In a nation as symmetrically divided by its internal politics as ours, the modern presidential debate is intended to do three things: Own the chattering-class media narrative for the next week or two, inflame the passion of partisans, and finally (not to mention most crucially) sway the opinion of those Americans who haven’t bothered to rub the sticks together inside their minds that will allow them to figure out who they want to vote for.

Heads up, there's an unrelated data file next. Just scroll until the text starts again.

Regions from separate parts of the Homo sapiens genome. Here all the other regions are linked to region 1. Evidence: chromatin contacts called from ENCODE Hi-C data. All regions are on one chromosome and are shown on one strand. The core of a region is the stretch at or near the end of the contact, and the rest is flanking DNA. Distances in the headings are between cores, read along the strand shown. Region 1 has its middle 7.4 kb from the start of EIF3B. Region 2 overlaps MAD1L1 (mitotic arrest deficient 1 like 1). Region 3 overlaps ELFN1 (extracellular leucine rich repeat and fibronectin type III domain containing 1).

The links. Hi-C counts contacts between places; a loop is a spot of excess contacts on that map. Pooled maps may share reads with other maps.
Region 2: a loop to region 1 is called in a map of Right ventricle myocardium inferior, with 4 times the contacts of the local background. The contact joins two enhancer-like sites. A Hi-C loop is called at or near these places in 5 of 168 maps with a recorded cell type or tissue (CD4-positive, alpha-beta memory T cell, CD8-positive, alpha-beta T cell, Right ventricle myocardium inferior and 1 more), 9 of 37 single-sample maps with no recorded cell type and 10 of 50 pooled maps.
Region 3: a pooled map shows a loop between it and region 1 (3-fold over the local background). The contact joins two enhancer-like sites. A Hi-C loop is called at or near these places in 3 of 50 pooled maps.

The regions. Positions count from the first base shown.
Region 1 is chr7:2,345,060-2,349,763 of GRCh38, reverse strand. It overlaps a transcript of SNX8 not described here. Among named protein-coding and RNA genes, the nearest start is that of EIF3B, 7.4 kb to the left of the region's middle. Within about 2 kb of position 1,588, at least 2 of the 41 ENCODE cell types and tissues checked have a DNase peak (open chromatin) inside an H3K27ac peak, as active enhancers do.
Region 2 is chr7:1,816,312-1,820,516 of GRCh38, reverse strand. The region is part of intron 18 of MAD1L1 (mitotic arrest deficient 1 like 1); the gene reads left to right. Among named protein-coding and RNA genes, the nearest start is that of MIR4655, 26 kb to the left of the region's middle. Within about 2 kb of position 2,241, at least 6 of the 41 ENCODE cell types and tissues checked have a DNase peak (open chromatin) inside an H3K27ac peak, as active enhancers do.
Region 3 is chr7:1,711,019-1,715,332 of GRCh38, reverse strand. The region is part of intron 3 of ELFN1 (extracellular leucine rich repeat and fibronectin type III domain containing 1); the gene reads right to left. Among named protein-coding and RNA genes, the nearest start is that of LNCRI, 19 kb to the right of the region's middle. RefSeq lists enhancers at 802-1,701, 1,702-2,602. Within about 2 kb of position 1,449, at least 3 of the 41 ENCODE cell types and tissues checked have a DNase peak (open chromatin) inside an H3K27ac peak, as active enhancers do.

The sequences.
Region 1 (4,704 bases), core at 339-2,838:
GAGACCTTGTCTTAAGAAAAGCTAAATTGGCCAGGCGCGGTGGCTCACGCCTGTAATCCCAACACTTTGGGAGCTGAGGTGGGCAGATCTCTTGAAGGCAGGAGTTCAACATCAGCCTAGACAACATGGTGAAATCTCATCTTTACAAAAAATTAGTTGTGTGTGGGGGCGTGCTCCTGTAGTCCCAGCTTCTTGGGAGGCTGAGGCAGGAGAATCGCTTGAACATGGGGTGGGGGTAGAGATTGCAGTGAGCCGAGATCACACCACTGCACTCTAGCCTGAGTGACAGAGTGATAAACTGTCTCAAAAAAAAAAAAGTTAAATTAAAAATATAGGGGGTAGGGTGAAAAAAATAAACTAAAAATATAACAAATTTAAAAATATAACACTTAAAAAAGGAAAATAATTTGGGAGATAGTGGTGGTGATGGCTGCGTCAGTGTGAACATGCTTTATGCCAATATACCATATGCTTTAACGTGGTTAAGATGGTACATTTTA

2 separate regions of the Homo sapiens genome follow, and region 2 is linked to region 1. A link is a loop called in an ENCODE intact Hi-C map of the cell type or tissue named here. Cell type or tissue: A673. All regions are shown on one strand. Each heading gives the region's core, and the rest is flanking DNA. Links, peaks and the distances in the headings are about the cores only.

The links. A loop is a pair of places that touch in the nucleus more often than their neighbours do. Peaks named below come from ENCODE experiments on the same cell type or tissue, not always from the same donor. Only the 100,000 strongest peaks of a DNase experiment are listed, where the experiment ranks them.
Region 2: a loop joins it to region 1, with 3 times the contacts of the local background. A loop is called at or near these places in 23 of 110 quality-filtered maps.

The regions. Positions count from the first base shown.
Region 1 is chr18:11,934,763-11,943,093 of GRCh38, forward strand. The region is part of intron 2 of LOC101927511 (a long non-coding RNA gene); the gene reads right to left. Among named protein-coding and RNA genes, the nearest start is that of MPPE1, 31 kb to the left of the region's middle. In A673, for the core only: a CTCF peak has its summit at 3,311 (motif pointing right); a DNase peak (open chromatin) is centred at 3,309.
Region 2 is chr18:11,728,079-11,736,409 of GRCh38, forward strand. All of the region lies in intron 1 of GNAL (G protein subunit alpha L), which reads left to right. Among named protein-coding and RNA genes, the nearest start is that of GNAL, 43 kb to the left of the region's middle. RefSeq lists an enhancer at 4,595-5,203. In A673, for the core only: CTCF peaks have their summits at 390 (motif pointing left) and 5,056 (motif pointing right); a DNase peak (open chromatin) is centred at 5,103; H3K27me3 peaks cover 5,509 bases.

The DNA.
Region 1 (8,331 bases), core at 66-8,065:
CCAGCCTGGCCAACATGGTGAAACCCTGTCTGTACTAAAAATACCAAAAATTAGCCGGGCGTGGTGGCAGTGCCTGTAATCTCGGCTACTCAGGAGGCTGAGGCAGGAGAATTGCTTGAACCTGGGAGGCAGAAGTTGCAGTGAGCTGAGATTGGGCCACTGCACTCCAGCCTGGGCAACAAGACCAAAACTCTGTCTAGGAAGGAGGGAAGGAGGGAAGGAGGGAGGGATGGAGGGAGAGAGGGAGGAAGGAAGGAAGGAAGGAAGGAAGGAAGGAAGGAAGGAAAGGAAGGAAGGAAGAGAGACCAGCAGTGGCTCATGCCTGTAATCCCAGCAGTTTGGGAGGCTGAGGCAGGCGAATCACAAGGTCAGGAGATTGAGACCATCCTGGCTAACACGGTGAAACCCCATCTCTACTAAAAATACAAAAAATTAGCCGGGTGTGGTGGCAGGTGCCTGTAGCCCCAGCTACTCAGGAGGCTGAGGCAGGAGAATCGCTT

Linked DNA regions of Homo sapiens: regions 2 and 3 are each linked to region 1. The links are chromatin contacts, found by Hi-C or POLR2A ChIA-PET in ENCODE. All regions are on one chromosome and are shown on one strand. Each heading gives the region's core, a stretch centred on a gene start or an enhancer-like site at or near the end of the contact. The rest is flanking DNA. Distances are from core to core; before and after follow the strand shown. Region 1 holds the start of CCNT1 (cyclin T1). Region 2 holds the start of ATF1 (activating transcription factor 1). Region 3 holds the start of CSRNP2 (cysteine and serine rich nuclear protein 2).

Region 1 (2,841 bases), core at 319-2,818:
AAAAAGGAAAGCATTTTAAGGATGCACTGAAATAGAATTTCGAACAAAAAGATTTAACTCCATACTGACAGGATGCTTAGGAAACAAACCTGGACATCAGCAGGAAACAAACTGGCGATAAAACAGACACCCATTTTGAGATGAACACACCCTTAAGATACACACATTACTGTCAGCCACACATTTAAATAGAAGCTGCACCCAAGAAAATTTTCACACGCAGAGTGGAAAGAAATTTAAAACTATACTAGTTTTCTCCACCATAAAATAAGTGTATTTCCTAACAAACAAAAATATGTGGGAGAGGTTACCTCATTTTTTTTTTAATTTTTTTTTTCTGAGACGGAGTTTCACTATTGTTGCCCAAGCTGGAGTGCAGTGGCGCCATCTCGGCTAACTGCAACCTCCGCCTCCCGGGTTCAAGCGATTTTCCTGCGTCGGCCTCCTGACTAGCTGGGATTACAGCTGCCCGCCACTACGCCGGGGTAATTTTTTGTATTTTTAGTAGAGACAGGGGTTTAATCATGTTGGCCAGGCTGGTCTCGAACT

It was probably at this point that my interest in following politics went from sincere interest to something far more craven and black-hearted. I think most politically engaged people have undergone a similarly soul-shriveling realization. You’re not following politics, not anymore; you’re learning the black art of subtly inflicted mnemonics. So you stop listening to what our politicians say and instead start calculating the moron-response factor: How will this play on Main Street? This is the polite, Candy Crowley way of admitting that citizens who can’t be bothered to figure out their own core convictions are now in the socially calamitous position of determining our great nation’s fate.